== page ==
220911 Taxi converted to dual petrol and gas in Pretoria Bloed Taxi rank,phot by Simphiwe Mbokazi 2
220911 Taxi converted to dual petrol and gas in Pretoria Bloed Taxi rank,phot by Simphiwe Mbokazi 2

LPG taxis save on fuel, run cleaner

By Roy Cokayne Time of article published Sep 23, 2011

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A multimillion-rand project initiated by the government is assisting the taxi industry to convert minibus taxis in Gauteng to enable them to operate on both petrol and liquefied petroleum gas (LPG), thereby reducing carbon emissions.

The project is the brainchild of the Automotive Industry Development Centre, a subsidiary of Blue IQ, an agency of the Gauteng Department of Economic Development.

Seventy taxis have already been converted in a first-phase pilot project, with the conversion of a further 150 in the second phase scheduled to commence from October.

Project manager Dineshan Moodley, the head of the supply chain development department at the AIDC, said this week that the project had been started, managed and completely funded by the centre.

It involves a strong alliance with the SA National Taxi Council and a close relationship with Sasol.

Santaco assisted with the identification of the most suitable routes for the project and the taxis to be converted, which had to be out-of-warranty vehicles in good condition. The AIDC worked with Sasol to establish the refuelling infrastructure.

Moodley said Sasol needed a minimum of 40 vehicles on a route that were converted to use LPG to reach break-even on the costs incurred in establishing the infrastructure.

Two Sasol filling stations, one at Spartan in Kempton Park and the other at Kruisfontein in Pretoria, were equipped to handle LPG refilling in the first phase, but a further four Sasol service stations in the Johannesburg-Pretoria area will be equipped for LPG refilling when the second phase of the project is rolled out.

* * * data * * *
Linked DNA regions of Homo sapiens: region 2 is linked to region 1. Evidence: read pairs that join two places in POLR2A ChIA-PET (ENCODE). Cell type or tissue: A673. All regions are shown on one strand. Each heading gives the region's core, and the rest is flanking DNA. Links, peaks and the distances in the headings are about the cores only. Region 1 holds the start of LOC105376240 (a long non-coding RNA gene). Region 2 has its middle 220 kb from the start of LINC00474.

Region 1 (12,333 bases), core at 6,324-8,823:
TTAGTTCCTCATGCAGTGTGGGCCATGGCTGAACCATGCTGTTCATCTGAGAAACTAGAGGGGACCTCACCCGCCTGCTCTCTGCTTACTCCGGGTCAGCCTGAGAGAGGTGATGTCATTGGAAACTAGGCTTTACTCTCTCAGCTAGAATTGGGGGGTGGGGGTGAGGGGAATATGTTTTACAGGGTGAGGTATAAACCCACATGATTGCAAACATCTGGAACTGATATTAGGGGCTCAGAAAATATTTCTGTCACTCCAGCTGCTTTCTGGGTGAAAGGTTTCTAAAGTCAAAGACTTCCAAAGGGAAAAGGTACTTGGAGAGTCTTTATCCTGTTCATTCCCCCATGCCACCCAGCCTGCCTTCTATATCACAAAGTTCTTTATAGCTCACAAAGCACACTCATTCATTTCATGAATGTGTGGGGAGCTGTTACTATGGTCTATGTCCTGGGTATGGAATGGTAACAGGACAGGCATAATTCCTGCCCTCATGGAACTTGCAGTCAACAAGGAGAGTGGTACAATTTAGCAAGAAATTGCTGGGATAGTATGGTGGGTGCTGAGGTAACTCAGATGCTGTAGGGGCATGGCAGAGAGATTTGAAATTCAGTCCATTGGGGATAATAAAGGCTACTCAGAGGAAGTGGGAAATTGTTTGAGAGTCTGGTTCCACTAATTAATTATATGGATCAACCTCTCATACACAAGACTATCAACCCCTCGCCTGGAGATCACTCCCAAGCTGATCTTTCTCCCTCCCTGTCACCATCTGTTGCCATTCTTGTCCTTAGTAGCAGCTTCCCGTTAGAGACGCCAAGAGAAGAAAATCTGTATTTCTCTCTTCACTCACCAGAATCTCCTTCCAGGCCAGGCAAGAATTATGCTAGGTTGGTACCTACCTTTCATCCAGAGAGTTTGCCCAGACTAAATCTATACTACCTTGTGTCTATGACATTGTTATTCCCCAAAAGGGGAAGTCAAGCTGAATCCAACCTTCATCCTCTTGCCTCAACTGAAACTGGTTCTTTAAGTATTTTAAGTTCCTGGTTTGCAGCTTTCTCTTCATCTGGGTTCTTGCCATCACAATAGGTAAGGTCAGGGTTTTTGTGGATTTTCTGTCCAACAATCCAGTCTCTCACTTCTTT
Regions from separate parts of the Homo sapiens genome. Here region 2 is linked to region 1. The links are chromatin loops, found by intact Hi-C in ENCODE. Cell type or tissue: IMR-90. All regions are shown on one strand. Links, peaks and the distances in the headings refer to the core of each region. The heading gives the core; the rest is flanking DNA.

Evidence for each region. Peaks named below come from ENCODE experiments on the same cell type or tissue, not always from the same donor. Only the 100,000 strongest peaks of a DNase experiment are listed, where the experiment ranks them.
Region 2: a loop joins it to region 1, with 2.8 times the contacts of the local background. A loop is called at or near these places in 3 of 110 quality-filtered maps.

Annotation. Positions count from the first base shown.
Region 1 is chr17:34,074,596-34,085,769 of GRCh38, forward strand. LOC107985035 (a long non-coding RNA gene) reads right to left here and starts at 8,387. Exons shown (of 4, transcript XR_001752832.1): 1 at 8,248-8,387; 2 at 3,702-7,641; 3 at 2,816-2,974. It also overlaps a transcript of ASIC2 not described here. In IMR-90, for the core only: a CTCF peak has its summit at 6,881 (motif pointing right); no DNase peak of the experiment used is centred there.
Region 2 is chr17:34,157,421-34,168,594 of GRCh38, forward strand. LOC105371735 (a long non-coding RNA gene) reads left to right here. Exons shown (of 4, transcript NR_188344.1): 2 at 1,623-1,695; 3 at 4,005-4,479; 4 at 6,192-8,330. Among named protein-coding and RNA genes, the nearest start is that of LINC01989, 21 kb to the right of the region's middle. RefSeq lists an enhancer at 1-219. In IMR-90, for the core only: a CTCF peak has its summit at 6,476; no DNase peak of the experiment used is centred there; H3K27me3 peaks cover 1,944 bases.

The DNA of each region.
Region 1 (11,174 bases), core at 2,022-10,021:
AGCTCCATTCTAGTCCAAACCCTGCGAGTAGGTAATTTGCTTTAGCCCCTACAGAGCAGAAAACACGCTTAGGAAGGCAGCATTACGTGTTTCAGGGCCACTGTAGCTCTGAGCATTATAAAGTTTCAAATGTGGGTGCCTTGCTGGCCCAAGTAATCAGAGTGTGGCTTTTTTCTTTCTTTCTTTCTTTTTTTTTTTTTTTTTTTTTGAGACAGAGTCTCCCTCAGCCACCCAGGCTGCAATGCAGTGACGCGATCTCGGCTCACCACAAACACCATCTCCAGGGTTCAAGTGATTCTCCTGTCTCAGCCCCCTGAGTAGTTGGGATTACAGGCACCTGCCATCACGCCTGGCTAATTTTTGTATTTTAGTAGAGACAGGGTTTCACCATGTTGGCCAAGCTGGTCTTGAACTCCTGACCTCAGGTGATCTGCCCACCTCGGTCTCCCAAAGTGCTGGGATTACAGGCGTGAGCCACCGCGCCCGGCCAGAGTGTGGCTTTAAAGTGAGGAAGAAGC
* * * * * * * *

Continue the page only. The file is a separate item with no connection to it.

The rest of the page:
To simplify the project, Moodley said LPG conversions were only done on one taxi model, the petrol Toyota Ses'fikile 2.7 VVT-I 15-seater, because the conversion kits were model-specific.

He said there had been no opposition from taxi owners to the conversions because their vehicles got a conversion kit worth R20 000 at no cost to them and they could save money on vehicle running costs because it was more financially efficient to run vehicles on gas than petrol.

"It's a win-win situation because they save on petrol and we reduce emissions. There is an almost 11 percent reduction in carbon dioxide emissions and a 30 percent reduction in carbon monoxide emissions using gas," Moodley said.

He said the first phase pilot project had cost R3.6 million, which included the development of a prototype vehicle and the testing of its consumption and performance at Gerotek and an accredited emissions test at the SA Bureau of Standards emissions testing laboratory in East London.

He said the total budget for the conversion of a further 150 minibuses was R4.6 million plus the marketing of the project.

Moodley stressed that the project was not about funding the conversions forever, but to prove the concept was suitable for the industry and the South African environment in the pilot phase to stimulate the uptake of the technology.

He said the biggest hurdle in getting the project off the ground was to get the refilling infrastructure established because of the costs attached to this and it was "a chicken and egg" situation because the filling stations needed to be in place first.

As taxi owners saw the benefits of the concept, the costs of the conversions would slowly be transferred to them through subsidisation of the kits instead of paying for them in full.

Moodley anticipated the project would from next year or in 2013 move to phased subsidisation of the conversion costs over two to three years. - Business Report

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